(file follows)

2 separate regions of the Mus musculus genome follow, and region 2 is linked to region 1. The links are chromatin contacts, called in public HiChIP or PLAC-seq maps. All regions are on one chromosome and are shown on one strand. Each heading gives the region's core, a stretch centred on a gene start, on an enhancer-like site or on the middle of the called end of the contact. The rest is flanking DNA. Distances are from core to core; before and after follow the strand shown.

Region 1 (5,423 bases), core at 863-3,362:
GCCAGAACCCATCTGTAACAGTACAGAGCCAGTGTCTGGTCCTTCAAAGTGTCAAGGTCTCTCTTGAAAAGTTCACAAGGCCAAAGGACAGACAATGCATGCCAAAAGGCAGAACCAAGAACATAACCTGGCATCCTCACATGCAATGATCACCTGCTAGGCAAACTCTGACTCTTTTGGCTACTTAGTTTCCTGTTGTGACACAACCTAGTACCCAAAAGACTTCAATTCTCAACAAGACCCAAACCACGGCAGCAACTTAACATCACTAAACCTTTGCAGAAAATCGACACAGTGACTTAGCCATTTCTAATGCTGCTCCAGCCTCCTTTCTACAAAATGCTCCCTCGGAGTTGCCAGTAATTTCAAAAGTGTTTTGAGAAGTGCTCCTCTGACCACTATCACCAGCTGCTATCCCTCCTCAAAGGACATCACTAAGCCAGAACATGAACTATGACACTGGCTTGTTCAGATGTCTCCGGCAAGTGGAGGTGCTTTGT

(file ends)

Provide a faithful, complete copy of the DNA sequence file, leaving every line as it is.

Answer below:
2 separate regions of the Mus musculus genome follow, and region 2 is linked to region 1. The links are chromatin contacts, called in public HiChIP or PLAC-seq maps. All regions are on one chromosome and are shown on one strand. Each heading gives the region's core, a stretch centred on a gene start, on an enhancer-like site or on the middle of the called end of the contact. The rest is flanking DNA. Distances are from core to core; before and after follow the strand shown.

Region 1 (5,423 bases), core at 863-3,362:
GCCAGAACCCATCTGTAACAGTACAGAGCCAGTGTCTGGTCCTTCAAAGTGTCAAGGTCTCTCTTGAAAAGTTCACAAGGCCAAAGGACAGACAATGCATGCCAAAAGGCAGAACCAAGAACATAACCTGGCATCCTCACATGCAATGATCACCTGCTAGGCAAACTCTGACTCTTTTGGCTACTTAGTTTCCTGTTGTGACACAACCTAGTACCCAAAAGACTTCAATTCTCAACAAGACCCAAACCACGGCAGCAACTTAACATCACTAAACCTTTGCAGAAAATCGACACAGTGACTTAGCCATTTCTAATGCTGCTCCAGCCTCCTTTCTACAAAATGCTCCCTCGGAGTTGCCAGTAATTTCAAAAGTGTTTTGAGAAGTGCTCCTCTGACCACTATCACCAGCTGCTATCCCTCCTCAAAGGACATCACTAAGCCAGAACATGAACTATGACACTGGCTTGTTCAGATGTCTCCGGCAAGTGGAGGTGCTTTGT